- The Washington Times - Saturday, July 11, 2009

MOGADISHU, Somalia (AP) | Somali Islamist insurgents beheaded seven people accused of abandoning their religion and of espionage, residents said Friday, in the largest mass execution since the Islamists were chased from power 2 1/2 years ago.

The execution follows weeks of bloody fighting for control of the capital and at a time of mounting concern over the influx of hundreds of extremist foreign fighters into the war-ravaged Horn of Africa nation.

Resident Madey Doyow said he saw seven headless bodies in a truck being guarded by militia members in the southwestern town of Baidoa.

“The people who were guarding the vehicle told us they were beheaded for violating Islamic law,” he said.

The executed had come from different parts of the southwestern Bay and Bakool regions, he said, adding that the guards told him some were linked to pro-government militias.

A woman named Miriam, who asked that her last name be withheld to protect her from reprisals, sobbed as she said in a phone call that four bodies, including her husband’s, had been brought to the police station in Baidoa. The location of the other three was not clear.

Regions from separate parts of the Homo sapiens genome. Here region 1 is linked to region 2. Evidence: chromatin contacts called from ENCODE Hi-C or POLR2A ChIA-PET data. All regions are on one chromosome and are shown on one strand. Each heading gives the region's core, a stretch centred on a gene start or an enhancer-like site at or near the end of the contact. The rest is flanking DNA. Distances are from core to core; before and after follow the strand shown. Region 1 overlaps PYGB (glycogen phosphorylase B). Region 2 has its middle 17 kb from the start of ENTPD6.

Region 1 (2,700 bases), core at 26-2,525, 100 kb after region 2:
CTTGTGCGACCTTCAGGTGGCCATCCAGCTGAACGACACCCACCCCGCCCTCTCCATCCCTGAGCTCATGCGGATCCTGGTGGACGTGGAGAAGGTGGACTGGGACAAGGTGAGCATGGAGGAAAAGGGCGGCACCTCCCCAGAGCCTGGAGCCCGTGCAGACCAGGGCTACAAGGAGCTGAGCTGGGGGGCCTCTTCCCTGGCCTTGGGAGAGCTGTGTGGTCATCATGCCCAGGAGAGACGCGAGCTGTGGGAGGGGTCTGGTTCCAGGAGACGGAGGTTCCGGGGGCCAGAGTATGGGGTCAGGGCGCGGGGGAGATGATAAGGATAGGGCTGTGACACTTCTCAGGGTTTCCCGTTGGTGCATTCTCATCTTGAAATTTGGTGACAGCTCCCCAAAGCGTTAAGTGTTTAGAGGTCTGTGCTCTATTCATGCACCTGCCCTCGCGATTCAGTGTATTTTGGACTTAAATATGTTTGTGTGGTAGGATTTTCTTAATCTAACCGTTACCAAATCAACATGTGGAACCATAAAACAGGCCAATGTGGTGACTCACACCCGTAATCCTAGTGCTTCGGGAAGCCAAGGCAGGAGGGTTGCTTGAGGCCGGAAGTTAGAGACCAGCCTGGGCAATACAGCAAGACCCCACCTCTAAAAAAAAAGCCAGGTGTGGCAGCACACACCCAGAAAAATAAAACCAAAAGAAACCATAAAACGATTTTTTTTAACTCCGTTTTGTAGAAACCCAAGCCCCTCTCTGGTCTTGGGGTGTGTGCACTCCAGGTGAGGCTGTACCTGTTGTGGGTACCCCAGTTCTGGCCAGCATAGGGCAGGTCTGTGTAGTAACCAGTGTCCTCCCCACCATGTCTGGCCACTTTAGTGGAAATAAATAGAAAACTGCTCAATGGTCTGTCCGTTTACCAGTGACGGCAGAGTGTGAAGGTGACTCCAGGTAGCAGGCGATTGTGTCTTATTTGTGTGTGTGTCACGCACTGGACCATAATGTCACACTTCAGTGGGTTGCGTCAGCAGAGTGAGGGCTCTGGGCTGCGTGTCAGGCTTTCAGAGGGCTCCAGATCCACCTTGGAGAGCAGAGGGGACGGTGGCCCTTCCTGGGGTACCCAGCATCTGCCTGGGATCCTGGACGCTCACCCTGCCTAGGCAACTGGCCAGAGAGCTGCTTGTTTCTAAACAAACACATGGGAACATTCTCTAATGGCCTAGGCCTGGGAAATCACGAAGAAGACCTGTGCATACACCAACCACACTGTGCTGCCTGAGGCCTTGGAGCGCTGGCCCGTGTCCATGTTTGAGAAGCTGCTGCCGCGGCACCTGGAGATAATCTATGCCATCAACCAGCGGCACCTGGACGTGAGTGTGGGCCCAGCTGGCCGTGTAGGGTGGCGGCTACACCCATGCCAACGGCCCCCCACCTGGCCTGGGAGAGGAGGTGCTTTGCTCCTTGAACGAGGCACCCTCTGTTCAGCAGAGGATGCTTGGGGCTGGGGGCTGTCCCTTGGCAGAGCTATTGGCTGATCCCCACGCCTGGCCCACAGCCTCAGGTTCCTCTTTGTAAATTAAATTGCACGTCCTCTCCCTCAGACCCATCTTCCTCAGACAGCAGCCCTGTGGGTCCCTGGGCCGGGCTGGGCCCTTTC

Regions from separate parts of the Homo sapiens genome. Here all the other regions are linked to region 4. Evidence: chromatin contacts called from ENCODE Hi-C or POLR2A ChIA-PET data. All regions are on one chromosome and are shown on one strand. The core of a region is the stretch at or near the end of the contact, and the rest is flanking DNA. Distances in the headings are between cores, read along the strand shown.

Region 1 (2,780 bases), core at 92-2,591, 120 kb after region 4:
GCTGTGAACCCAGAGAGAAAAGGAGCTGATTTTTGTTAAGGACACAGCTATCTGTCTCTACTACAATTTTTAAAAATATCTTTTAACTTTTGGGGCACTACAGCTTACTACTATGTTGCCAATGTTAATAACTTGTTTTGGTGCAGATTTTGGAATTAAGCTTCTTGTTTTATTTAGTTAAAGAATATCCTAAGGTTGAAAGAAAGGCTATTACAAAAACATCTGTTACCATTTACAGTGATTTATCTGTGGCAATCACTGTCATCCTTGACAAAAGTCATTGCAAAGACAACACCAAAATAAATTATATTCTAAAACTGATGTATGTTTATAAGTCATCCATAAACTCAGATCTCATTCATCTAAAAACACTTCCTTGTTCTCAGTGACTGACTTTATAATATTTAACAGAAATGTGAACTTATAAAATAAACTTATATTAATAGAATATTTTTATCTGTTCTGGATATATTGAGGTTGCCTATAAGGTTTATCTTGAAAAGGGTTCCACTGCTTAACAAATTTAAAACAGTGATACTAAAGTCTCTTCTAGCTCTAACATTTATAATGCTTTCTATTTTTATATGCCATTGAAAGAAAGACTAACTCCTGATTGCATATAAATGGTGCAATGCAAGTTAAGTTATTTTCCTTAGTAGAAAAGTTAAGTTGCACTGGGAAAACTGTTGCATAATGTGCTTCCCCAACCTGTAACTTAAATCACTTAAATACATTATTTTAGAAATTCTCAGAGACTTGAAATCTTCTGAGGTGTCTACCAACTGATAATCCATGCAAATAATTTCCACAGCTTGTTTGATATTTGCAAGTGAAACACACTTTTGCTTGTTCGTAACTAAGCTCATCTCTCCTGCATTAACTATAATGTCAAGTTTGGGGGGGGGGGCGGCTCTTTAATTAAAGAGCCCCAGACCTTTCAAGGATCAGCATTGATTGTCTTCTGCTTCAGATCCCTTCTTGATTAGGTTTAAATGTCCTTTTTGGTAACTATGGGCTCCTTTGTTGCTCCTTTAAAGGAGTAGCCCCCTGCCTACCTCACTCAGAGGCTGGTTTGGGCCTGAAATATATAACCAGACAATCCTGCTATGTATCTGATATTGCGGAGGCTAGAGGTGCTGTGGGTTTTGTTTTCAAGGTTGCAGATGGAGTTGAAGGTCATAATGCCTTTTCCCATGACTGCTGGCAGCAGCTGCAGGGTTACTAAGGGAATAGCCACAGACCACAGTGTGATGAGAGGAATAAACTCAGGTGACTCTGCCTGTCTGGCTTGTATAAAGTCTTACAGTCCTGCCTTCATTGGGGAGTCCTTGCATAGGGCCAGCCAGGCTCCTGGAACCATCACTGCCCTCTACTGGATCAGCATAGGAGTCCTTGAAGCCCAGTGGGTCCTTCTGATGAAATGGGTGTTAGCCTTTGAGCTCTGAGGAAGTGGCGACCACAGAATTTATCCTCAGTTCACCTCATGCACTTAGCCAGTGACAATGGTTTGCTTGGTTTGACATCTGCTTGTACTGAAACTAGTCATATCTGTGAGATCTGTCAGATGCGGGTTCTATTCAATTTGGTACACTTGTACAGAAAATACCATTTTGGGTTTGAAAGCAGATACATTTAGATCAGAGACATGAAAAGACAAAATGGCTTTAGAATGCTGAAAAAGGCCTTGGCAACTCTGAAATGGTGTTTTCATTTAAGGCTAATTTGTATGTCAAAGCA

Hawa, a woman who also wanted her full name withheld, was at the police station in Baidoa along with other families who had been informed a relative was executed. She said her brother had been missing for about 20 days after being abducted from his house by masked men, and that she had just been informed that he had been beheaded.

Al-Shabab militia officials told her that the seven had been accused of either renouncing the Islamic religion or spying for the transitional government, she said.

In Kismayo, a southern port city under al-Shabab control, a 13-year-old girl was stoned to death last October after being accused of adultery and a man also had a hand amputated after being accused of theft.

The killings come as African Union officials are deliberating over broadening the mandate of a poorly equipped and undermanned peacekeeping mission in the country’s capital and as the U.N. human rights chief said both the insurgents and government troops may be committing war crimes.

Somalia has been a failed state for the past 18 years. The current U.N.-backed government, supported by 4,300 AU peacekeepers, is struggling to maintain its control of a few blocks of the capital, Mogadishu. The Islamic insurgency, which seized much of the south and the capital for six months in 2006 before being driven from power, has been strengthened in recent months by an influx of weapons and fighters from other countries.

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